An MIT project that aims to help provide clean drinking water for people in developing countries began with an extraordinary conference whose participants included an MIT engineer, the queen of Nepal, and about 75 illiterate peasant women.
According to UNICEF, some 1.7 billion people worldwide lacked access to clean drinking water in 2000, and waterborne diseases are a major cause of illness and death across much of the developing world. In Nepal alone, some 44,000 children under the age of five die every year from such diseases, said Susan Murcott, a lecturer in the Department of Civil and Environmental Engineering (CEE) and leader of the MIT project.
Now in its third year, the project is part of a CEE graduate course. It includes annual trips to test possible solutions, meet the people who will use them, and collaborate with local partners, including the Environmental and Public Health Organization and several other national and international water agencies and non-governmental organizations. In January 2002, eight MIT students will spend about a month in Nepal, four will go to Haiti, and four to Brazil.
"We dont yet have all the answers, but were moving toward them," Murcott said.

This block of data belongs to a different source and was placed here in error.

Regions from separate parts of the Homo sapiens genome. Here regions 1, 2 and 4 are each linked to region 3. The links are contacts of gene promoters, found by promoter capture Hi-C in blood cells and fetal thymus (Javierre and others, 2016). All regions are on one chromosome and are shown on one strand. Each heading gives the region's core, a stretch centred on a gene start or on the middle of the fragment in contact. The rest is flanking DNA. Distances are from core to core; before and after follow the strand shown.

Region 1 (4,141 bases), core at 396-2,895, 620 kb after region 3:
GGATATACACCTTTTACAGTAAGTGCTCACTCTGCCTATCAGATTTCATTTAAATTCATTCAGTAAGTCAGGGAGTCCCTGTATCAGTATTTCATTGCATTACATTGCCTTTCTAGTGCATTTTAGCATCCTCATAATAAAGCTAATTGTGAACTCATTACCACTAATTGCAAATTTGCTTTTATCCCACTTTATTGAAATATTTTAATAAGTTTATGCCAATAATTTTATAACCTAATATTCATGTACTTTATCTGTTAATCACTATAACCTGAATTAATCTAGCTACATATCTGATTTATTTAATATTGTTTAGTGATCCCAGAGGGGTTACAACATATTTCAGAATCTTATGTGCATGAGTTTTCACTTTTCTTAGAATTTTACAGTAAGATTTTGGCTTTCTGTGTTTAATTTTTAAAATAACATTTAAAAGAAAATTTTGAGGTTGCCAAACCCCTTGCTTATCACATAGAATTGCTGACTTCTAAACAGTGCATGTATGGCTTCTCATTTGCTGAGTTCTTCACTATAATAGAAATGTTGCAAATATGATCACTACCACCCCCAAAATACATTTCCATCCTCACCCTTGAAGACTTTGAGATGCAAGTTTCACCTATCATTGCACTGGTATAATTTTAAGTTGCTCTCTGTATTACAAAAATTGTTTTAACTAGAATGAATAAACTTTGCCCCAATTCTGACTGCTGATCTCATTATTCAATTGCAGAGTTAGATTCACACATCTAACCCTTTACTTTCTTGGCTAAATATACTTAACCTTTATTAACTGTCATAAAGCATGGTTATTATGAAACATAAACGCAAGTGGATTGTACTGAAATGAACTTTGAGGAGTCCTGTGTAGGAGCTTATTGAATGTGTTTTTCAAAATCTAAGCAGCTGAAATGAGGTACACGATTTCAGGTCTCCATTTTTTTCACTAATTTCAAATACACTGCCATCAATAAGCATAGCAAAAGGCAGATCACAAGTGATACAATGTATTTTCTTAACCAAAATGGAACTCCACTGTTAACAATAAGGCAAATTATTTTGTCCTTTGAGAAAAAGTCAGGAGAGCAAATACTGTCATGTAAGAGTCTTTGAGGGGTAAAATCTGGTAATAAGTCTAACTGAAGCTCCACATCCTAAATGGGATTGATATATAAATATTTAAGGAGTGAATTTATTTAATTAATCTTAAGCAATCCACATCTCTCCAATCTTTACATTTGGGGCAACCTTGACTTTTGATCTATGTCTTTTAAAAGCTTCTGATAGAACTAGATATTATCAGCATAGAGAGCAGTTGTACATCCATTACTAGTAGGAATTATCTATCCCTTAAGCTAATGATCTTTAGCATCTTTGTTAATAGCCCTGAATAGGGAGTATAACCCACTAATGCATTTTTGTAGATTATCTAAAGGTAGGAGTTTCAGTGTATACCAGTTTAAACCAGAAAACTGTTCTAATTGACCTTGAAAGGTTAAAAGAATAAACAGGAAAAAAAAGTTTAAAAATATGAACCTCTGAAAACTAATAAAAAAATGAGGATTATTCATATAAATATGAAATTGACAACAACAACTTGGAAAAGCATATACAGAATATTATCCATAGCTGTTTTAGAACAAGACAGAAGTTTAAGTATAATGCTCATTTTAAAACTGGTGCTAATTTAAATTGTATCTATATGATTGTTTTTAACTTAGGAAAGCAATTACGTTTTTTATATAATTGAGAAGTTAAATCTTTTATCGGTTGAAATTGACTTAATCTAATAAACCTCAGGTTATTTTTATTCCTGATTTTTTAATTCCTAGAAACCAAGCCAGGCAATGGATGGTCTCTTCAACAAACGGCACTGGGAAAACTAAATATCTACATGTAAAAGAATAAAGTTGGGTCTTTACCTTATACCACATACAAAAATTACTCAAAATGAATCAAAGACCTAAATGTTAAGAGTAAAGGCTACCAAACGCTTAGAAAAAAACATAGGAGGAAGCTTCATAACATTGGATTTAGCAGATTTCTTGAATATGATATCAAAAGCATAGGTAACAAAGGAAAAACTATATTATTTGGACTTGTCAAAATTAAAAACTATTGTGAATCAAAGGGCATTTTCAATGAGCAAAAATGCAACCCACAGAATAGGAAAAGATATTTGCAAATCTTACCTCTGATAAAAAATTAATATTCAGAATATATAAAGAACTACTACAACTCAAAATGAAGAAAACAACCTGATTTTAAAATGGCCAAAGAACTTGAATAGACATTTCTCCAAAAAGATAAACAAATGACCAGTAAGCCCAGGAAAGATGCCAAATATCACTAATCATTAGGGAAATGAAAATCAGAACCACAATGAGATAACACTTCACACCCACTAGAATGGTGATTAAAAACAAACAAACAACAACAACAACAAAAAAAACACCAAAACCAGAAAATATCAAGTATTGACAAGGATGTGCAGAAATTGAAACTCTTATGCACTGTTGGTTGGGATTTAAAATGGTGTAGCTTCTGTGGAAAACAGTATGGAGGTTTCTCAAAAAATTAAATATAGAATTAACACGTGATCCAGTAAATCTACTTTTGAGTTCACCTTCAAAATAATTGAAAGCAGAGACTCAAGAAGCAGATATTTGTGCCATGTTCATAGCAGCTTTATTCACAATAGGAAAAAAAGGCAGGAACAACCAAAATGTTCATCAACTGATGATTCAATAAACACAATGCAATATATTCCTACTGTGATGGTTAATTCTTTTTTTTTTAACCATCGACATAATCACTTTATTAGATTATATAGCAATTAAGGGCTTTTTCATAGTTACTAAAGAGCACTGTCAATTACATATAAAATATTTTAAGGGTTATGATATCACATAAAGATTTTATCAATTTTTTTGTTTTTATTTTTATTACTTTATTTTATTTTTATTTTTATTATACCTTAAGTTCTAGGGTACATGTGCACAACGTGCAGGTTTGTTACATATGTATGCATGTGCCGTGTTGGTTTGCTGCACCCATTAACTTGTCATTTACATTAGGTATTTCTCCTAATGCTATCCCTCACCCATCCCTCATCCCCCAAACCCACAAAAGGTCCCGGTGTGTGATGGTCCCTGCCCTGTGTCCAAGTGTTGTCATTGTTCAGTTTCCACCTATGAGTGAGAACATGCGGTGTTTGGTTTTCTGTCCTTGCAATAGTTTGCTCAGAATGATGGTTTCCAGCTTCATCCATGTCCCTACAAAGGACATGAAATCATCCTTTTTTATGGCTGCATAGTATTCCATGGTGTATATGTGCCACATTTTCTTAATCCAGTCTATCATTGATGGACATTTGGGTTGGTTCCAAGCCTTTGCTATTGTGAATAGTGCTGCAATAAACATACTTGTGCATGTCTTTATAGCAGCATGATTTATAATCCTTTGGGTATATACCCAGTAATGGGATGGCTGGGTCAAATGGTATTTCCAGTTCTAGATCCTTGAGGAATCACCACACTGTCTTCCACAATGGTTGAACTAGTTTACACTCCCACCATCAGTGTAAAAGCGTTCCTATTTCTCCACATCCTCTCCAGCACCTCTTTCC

WOMEN AND WATER
In 1998, Murcott (MIT SB 1990, SM) was invited to Nepal for the Second International Women and Water Conference. "Some of the women walked two or three days to attend. Thats how important this was to them," she recalls. Participants included peasant women and the queen.
Murcott quickly understood their interest. Many women in Nepal and other developing countries spend hours every day toting water in vessels that, when full, can weigh some 30 pounds. Further, the sources theyre carrying the water from are often polluted. So the women are also burdened with caring for family membersespecially childrenwho contract water-borne diseases. "This leaves women with little time for education and economic advancement," M
Contact: Elizabeth Thomson, MIT News Office
Massachusetts Institute of Technology